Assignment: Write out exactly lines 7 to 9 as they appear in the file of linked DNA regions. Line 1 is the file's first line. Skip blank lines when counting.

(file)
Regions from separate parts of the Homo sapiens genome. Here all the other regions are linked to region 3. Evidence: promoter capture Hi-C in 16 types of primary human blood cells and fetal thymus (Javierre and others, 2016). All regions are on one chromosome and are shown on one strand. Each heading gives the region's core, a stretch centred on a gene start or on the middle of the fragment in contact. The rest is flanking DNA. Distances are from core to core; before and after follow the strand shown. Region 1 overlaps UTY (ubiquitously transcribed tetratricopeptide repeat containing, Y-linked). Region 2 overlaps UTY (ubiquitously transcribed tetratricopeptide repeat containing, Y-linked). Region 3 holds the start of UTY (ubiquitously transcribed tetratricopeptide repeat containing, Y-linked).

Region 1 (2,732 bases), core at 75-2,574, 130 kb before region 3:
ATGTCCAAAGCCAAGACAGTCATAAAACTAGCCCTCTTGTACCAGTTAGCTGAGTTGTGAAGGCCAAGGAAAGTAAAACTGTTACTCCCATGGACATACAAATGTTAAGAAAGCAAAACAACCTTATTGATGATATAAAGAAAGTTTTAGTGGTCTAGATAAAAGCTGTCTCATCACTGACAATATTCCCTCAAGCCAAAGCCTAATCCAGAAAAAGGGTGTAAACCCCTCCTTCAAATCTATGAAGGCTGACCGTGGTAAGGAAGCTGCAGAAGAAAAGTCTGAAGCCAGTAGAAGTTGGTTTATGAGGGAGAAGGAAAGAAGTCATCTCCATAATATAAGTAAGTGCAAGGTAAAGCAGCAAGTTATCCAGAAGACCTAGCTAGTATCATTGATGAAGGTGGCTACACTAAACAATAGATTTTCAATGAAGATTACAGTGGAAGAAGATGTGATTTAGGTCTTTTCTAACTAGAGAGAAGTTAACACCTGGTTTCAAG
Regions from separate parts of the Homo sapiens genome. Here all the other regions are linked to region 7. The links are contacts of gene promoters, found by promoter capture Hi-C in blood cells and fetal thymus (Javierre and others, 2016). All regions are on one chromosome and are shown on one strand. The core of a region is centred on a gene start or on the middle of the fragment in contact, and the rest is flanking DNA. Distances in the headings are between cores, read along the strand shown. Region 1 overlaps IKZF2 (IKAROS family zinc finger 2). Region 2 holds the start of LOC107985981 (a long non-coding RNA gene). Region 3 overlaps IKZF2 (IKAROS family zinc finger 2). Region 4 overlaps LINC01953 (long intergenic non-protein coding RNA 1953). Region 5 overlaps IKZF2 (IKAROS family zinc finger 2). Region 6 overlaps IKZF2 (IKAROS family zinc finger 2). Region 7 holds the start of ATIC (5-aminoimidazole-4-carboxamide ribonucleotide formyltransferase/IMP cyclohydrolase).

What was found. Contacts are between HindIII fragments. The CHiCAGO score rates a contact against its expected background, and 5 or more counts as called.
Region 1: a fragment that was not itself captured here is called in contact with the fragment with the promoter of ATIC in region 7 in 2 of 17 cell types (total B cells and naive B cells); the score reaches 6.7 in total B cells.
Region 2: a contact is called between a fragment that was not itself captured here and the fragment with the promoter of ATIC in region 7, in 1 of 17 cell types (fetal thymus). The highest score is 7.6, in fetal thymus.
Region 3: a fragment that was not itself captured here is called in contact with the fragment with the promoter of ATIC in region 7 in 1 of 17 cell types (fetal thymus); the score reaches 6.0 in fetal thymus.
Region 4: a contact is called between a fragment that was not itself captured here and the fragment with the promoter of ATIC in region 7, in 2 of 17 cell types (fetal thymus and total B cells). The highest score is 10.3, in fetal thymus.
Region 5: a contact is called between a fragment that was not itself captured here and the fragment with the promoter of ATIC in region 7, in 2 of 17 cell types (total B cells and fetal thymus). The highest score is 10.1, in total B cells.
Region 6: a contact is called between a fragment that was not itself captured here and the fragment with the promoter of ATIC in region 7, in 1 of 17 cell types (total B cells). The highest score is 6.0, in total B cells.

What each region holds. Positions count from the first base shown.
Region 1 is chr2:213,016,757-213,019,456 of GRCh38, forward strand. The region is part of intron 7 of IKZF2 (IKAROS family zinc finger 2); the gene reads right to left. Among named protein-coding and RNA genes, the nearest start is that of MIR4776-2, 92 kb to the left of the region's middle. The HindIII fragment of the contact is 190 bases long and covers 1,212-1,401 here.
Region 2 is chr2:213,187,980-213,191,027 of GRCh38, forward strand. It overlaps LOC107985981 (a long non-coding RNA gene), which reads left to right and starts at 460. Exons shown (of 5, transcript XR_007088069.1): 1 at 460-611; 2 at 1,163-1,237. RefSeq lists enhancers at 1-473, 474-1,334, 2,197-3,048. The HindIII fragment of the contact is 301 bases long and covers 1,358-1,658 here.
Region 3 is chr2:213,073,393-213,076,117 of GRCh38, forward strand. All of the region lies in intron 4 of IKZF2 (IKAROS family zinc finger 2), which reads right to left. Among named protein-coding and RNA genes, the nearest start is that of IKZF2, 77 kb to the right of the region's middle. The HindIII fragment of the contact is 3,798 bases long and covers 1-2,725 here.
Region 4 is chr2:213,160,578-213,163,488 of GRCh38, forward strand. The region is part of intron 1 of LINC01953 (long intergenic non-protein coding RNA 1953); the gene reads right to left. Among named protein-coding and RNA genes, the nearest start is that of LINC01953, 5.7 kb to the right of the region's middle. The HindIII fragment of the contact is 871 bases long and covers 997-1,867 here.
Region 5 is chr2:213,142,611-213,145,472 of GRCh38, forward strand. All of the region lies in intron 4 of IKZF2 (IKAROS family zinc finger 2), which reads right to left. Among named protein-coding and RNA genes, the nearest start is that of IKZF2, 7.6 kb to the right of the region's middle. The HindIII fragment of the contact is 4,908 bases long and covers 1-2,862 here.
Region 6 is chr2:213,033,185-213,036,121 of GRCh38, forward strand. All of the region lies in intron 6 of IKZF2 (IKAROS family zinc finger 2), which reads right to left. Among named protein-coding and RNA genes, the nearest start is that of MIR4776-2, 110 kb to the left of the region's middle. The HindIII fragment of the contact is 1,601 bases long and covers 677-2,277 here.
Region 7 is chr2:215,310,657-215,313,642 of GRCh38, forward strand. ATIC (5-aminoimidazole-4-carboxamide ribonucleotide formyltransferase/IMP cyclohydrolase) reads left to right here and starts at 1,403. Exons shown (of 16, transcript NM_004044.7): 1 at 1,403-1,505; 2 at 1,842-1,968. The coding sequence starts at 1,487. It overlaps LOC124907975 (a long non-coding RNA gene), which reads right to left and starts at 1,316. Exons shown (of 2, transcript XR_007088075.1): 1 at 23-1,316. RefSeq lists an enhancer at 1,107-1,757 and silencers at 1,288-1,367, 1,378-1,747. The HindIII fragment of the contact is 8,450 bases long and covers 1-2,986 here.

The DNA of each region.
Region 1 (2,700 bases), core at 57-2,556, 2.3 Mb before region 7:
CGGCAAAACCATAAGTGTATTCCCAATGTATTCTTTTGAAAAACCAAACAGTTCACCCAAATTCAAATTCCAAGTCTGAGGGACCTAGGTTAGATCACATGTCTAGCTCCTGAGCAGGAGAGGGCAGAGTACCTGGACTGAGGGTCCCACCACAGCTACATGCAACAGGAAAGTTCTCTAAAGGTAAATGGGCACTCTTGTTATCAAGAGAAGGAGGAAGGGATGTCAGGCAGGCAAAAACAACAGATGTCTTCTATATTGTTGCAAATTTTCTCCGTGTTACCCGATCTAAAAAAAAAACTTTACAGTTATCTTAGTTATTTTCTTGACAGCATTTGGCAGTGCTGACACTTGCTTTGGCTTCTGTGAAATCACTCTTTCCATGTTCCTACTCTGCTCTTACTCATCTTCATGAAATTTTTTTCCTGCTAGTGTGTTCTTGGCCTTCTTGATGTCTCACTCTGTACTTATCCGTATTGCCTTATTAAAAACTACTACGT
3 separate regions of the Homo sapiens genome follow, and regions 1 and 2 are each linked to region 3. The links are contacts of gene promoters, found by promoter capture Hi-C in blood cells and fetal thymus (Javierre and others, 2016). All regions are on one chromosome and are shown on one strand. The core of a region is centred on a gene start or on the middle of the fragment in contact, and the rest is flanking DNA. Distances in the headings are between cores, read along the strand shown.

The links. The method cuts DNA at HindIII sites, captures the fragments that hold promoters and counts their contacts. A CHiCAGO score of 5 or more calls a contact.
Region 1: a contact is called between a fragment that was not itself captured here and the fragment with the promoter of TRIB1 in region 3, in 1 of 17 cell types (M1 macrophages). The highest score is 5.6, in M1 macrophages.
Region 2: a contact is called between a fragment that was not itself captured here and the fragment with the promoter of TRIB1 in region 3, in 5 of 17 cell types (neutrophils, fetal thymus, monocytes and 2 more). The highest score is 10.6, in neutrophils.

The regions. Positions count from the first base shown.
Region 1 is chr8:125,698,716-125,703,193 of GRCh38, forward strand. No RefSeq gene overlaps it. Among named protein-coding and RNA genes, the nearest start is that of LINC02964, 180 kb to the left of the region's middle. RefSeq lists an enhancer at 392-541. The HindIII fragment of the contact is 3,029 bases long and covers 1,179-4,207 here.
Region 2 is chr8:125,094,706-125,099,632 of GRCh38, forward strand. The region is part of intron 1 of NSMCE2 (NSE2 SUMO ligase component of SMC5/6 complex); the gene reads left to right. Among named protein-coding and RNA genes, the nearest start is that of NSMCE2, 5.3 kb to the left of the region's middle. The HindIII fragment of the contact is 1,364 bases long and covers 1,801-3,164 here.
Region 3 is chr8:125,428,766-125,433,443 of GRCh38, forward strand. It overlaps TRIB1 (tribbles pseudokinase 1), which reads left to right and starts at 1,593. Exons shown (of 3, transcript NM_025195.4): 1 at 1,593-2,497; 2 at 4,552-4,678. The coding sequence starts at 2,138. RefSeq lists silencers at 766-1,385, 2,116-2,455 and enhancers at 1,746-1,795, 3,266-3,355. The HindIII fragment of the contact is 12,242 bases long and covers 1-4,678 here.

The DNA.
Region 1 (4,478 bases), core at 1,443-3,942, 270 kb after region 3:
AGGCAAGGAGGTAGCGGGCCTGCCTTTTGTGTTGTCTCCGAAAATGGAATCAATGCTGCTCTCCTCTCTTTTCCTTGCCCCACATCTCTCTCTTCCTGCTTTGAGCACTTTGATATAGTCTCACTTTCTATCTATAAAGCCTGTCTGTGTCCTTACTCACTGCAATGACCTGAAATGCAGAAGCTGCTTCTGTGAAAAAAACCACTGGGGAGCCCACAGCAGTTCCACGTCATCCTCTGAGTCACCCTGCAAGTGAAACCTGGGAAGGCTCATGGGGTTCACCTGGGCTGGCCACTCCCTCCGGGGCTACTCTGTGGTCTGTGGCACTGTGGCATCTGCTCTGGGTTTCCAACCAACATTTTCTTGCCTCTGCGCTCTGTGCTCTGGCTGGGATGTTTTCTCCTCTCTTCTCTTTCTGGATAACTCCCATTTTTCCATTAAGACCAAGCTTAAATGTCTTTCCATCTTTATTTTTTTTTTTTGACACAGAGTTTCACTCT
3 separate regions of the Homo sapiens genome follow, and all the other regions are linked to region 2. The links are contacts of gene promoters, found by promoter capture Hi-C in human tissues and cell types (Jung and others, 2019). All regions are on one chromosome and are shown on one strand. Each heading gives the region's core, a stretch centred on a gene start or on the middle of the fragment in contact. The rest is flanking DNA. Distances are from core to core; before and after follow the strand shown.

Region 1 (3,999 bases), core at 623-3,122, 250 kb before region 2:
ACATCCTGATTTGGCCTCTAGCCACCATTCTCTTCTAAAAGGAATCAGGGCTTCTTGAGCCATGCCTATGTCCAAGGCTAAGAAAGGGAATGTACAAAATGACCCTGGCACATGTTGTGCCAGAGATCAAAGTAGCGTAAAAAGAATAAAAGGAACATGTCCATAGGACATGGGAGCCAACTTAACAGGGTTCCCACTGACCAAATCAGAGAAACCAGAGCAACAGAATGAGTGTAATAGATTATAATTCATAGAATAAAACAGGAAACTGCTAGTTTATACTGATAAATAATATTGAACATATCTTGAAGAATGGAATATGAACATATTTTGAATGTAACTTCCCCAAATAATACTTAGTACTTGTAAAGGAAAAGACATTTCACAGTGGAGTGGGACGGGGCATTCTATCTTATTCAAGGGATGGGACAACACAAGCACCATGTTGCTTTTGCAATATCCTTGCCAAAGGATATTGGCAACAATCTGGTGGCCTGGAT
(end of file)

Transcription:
Region 2: a contact is called between a fragment that was not itself captured here and the fragment with the promoter of ATIC in region 7, in 1 of 17 cell types (fetal thymus). The highest score is 7.6, in fetal thymus.
Region 3: a fragment that was not itself captured here is called in contact with the fragment with the promoter of ATIC in region 7 in 1 of 17 cell types (fetal thymus); the score reaches 6.0 in fetal thymus.
Region 4: a contact is called between a fragment that was not itself captured here and the fragment with the promoter of ATIC in region 7, in 2 of 17 cell types (fetal thymus and total B cells). The highest score is 10.3, in fetal thymus.